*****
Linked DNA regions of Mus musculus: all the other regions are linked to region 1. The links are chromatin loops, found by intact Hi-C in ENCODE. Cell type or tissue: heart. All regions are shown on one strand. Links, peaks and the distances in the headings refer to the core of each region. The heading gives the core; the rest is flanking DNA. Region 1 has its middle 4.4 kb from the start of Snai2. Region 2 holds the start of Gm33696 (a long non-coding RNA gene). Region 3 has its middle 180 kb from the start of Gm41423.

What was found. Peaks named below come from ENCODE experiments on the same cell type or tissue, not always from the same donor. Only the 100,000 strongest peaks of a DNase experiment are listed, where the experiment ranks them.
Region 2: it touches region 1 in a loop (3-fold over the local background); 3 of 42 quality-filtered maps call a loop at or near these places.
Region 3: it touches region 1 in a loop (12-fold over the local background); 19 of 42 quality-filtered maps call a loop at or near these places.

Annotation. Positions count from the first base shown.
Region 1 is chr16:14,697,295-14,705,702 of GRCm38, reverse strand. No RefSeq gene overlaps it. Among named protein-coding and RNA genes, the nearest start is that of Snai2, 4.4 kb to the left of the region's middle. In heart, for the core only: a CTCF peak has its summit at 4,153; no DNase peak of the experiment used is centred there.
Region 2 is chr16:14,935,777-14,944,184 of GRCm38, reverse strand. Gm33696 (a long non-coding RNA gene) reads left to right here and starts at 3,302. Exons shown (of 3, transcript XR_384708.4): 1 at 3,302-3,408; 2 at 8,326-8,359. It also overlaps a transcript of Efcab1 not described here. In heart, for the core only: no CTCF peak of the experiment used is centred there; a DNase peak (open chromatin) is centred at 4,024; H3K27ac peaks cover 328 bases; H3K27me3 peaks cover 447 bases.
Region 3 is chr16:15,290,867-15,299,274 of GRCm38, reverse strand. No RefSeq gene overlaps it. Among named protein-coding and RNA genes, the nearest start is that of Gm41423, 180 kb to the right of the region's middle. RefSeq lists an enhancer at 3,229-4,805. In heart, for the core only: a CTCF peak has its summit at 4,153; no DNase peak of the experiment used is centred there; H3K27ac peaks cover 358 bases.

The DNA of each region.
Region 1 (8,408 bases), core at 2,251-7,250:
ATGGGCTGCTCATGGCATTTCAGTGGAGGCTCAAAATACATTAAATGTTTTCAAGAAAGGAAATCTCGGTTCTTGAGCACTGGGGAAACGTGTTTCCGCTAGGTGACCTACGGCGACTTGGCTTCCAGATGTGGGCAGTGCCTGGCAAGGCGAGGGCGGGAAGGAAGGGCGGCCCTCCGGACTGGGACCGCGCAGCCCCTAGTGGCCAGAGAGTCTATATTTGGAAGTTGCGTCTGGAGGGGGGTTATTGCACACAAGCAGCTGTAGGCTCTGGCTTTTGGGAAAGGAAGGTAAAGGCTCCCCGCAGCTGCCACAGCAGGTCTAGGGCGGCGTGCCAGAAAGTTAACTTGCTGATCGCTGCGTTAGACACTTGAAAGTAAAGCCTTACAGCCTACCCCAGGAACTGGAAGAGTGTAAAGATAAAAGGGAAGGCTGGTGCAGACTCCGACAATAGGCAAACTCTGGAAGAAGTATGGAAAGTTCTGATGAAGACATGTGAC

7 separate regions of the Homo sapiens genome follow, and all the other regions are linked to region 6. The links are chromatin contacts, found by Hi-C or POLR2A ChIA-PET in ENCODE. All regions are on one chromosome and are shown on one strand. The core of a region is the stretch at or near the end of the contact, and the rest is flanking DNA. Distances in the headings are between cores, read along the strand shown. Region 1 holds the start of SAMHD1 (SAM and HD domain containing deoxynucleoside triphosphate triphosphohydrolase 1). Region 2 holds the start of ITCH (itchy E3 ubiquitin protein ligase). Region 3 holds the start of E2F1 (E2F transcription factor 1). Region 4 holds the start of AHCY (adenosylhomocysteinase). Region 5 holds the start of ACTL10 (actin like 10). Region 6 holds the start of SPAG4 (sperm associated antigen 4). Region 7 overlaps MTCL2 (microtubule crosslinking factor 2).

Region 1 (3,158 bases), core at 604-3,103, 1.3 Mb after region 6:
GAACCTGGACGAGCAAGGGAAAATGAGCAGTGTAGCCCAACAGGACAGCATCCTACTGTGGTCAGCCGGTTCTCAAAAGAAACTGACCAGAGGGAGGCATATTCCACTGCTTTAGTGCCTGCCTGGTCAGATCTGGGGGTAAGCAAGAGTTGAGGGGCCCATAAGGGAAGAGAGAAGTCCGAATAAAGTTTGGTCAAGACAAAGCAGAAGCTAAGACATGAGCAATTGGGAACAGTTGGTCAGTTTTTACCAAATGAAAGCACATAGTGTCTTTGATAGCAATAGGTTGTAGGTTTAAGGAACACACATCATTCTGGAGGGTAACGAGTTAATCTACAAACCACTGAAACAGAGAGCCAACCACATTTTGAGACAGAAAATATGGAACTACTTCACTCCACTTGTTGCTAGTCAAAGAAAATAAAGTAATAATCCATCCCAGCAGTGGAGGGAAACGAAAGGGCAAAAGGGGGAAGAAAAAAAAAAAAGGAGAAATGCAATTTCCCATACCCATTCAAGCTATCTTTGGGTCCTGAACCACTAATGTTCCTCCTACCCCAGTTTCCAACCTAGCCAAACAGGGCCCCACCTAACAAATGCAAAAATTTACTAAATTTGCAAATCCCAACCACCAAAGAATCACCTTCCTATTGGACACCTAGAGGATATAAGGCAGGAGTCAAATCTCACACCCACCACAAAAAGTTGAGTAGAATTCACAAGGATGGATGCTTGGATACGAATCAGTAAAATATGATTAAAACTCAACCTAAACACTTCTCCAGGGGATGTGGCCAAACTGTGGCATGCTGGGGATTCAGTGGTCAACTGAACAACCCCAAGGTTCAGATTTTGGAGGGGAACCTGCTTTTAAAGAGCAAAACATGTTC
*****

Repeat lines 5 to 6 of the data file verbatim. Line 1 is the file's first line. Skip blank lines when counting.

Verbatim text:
Annotation. Positions count from the first base shown.
Region 1 is chr16:14,697,295-14,705,702 of GRCm38, reverse strand. No RefSeq gene overlaps it. Among named protein-coding and RNA genes, the nearest start is that of Snai2, 4.4 kb to the left of the region's middle. In heart, for the core only: a CTCF peak has its summit at 4,153; no DNase peak of the experiment used is centred there.